Bloch sums up Norman's multiple personalities in his stylistic form of puns: "Norman", a child dependent on his mother; "Norma", a possessive mother who kills anyone who threatens the illusion of her existence; and "Normal", a functional adult who goes through the motions of day-to-day life. "Norma" dominates and belittles "Norman" much as she had when she was alive, forbidding him to have friends and flying into violent rages whenever he feels attracted to a woman. "Norma" and "Norman" carry on conversations through Norman talking to himself in his mother's voice, and Norman dresses in his mother's clothes whenever "Norma" takes hold completely.[3]

In Bloch's novels[edit]

In Bloch's 1959 novel, Mary Crane (Marion in the film), a young woman on the run after stealing money from her employer, checks into the motel one night. Norman is smitten with her, and shyly asks her to have dinner with him in the house. "Mother" flies into a rage and threatens to kill Mary if he lets her in the house. Norman defies her and eats dinner with Mary anyway, but lashes out at her when she suggests that he institutionalize his mother. When Mary goes to her room to shower, Norman spies on her through a peephole he drilled in the wall, and drinks until he passes out. While he is unconscious, "Mother" takes control and beheads Mary (she stabs her to death in the film). When Norman awakes to discover what he believes his mother has done, he sinks Mary's car—with her corpse in the trunk—into a nearby swamp (he murdered two other women before Mary in the film). As "Mother", he also murders Milton Arbogast, a private detective hired by Mary's employer, days later.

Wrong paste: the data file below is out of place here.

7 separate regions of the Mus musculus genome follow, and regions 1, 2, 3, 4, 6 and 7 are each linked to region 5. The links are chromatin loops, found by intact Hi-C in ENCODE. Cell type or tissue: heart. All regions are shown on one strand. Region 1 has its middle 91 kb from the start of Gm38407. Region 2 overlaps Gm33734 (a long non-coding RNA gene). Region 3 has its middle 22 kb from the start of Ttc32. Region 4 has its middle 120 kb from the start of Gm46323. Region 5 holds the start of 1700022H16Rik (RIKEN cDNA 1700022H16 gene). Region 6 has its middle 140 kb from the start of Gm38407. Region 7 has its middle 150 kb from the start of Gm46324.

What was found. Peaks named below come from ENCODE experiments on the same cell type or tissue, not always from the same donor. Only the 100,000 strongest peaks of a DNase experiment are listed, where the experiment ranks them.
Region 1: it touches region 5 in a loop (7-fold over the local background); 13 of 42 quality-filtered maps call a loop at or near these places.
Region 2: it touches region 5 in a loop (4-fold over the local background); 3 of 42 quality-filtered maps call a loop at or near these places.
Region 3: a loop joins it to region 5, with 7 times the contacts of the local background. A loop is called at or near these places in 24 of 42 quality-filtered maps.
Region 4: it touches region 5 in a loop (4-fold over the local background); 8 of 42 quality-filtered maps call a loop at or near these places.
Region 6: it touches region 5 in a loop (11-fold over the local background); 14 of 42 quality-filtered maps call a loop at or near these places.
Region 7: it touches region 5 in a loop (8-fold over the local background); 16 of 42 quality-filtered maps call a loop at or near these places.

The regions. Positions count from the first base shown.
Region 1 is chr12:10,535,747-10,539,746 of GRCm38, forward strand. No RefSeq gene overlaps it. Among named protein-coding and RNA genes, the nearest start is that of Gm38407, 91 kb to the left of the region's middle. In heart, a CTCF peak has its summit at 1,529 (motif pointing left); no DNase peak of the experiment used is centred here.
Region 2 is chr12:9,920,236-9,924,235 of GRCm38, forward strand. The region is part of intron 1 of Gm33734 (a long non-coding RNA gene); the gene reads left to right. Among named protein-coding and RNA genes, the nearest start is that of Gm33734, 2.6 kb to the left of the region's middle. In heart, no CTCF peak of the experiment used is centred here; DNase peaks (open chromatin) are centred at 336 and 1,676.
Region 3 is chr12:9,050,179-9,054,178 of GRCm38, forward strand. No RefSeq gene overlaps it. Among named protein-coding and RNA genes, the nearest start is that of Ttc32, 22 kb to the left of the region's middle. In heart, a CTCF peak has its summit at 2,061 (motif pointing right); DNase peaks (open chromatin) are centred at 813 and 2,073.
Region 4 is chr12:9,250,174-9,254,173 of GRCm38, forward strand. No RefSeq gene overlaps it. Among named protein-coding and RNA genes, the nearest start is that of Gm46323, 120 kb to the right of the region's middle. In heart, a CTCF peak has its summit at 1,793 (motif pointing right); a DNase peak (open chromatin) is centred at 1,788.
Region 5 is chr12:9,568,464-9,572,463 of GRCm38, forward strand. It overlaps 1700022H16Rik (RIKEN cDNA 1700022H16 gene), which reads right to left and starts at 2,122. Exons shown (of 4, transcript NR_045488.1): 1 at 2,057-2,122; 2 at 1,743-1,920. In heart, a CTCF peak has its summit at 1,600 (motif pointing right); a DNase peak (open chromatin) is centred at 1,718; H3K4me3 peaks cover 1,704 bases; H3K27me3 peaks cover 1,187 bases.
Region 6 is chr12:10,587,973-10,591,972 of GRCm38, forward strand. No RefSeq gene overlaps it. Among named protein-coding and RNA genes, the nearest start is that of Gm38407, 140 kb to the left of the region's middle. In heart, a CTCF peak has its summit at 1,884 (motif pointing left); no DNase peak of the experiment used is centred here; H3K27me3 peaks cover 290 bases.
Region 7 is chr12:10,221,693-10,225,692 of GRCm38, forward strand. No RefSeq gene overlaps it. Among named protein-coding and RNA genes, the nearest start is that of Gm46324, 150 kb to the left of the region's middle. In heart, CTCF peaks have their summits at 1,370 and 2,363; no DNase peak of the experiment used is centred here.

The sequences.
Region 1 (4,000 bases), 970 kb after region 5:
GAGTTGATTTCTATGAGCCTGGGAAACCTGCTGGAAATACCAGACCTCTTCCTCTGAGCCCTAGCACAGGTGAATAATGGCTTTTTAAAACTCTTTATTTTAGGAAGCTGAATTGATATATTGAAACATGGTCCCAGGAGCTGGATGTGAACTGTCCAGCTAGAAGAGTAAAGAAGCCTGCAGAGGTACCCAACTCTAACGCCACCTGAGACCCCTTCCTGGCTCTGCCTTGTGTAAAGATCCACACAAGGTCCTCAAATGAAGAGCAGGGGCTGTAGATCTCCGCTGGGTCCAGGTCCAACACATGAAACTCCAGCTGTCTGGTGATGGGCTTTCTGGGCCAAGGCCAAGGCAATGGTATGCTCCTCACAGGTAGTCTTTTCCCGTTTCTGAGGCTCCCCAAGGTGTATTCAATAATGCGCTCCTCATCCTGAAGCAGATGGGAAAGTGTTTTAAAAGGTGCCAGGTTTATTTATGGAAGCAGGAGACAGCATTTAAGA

Norman is finally caught when Mary's sister Lila and boyfriend, Sam Loomis, arrive at the motel looking for her. When Norman figures out what they want, he knocks Sam out and goes running after Lila, who has reached the house and found Mrs. Bates' corpse. He attacks her as "Mother", but Sam overpowers him, and he is finally arrested. Norman is declared insane and sent to an institution, where "Mother" takes complete, and permanent, control of Norman's mind: he becomes his mother.[3]